Toby Dalton

Co-director
Nuclear Policy Program
Dalton is the co-director of the Nuclear Policy Program at the Carnegie Endowment. An expert on nonproliferation and nuclear energy, his research focuses on cooperative nuclear security initiatives and the management of nuclear challenges in South Asia and East Asia.
Education

PhD, George Washington University 
MA, University of Washington 
BA, Occidental College

Languages
  • English
  • German

Toby Dalton is co-director of the Nuclear Policy Program at the Carnegie Endowment. An expert on nonproliferation and nuclear energy, his research focuses on cooperative nuclear security initiatives and the management of nuclear challenges in South Asia and East Asia.

Dalton is author of “Beyond Incrementalism: Rethinking Approaches to CBMs and Stability in South Asia” (Stimson Center, 2013); co-author with Jaclyn Tandler of the Carnegie Paper “Understanding the Arms ‘Race’ in South Asia”; and co-author with Mark Hibbs and George Perkovich of the Carnegie Policy Outlook “A Criteria-Based Approach to Nuclear Cooperation with Pakistan.”

From 2002 to 2010, Dalton served in a variety of high-level positions at the U.S. Department of Energy, including acting director for the Office of Nuclear Safeguards and Security and senior policy adviser to the Office of Nonproliferation and International Security on issues relating to International Atomic Energy Agency safeguards, the nonproliferation regime, and a range of countries, such as Pakistan, India, China, North Korea, and Israel. He also established and led the department’s office at the U.S. embassy in Pakistan, managing critical bilateral and multilateral nonproliferation issues and overseeing the implementation of U.S. nonproliferation and counterproliferation initiatives.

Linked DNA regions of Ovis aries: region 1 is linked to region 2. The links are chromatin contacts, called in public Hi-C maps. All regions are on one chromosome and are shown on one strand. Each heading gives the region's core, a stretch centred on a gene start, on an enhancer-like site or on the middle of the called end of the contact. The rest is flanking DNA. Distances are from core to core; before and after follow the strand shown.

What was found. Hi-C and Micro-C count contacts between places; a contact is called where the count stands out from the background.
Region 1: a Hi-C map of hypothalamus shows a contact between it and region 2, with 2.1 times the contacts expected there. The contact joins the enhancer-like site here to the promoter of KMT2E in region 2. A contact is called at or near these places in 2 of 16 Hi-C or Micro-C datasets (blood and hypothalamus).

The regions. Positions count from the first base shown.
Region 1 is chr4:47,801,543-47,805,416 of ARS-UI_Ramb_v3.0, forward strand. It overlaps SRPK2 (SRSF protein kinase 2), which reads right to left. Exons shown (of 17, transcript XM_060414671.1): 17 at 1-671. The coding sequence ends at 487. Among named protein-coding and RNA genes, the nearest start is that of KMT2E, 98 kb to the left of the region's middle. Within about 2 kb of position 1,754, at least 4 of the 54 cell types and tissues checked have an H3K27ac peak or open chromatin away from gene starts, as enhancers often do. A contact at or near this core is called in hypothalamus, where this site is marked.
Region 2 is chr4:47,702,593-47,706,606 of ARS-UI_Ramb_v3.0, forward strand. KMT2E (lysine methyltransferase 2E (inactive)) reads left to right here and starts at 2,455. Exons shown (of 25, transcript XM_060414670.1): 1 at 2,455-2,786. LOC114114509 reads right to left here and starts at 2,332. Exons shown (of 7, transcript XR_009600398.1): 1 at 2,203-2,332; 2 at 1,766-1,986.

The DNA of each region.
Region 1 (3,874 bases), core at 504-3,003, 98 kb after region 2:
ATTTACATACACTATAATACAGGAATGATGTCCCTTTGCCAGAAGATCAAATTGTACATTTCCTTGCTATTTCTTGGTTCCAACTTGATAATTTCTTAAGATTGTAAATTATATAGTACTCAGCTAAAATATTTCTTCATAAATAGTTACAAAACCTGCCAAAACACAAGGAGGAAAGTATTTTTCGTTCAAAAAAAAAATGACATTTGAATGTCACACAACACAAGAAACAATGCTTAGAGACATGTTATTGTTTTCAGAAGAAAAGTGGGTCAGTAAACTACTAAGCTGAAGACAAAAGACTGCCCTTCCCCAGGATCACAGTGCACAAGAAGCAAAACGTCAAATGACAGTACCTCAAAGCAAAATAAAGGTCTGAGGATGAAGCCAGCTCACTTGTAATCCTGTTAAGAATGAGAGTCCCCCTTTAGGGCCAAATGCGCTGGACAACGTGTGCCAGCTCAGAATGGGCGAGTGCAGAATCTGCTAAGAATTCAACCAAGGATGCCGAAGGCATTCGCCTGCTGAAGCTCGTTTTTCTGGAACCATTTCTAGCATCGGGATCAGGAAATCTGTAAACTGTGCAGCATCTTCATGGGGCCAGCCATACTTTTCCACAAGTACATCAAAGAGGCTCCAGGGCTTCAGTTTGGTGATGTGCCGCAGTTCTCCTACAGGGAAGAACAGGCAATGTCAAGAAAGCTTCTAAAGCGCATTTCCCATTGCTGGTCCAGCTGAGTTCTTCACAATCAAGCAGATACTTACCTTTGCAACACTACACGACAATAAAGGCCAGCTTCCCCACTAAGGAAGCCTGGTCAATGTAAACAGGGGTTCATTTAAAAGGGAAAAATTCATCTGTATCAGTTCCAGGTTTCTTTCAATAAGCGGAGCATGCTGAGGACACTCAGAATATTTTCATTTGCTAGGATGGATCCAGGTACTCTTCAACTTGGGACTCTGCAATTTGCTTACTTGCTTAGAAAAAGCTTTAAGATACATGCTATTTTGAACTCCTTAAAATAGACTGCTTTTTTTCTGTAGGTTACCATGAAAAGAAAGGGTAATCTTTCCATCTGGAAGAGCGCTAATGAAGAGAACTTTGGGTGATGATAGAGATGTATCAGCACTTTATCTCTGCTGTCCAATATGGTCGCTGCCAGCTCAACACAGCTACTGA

Dalton previously served as professional staff member to the Senate Foreign Relations Committee, a Luce Scholar at the Institute for Far Eastern Studies in Seoul, a research associate at the National Bureau of Asian Research, and a project associate for the Carnegie Nuclear Policy Program.

He has authored numerous op-eds and journal articles and contributed to the books Understanding New Political Realities in Seoul: Working toward a Common Approach to Strengthen U.S.-Korea Relations (the Maureen and Mike Mansfield Foundation, 2008) and The Future of U.S.-Korea-Japan Relations: Balancing Values and Interests (CSIS, 2002).

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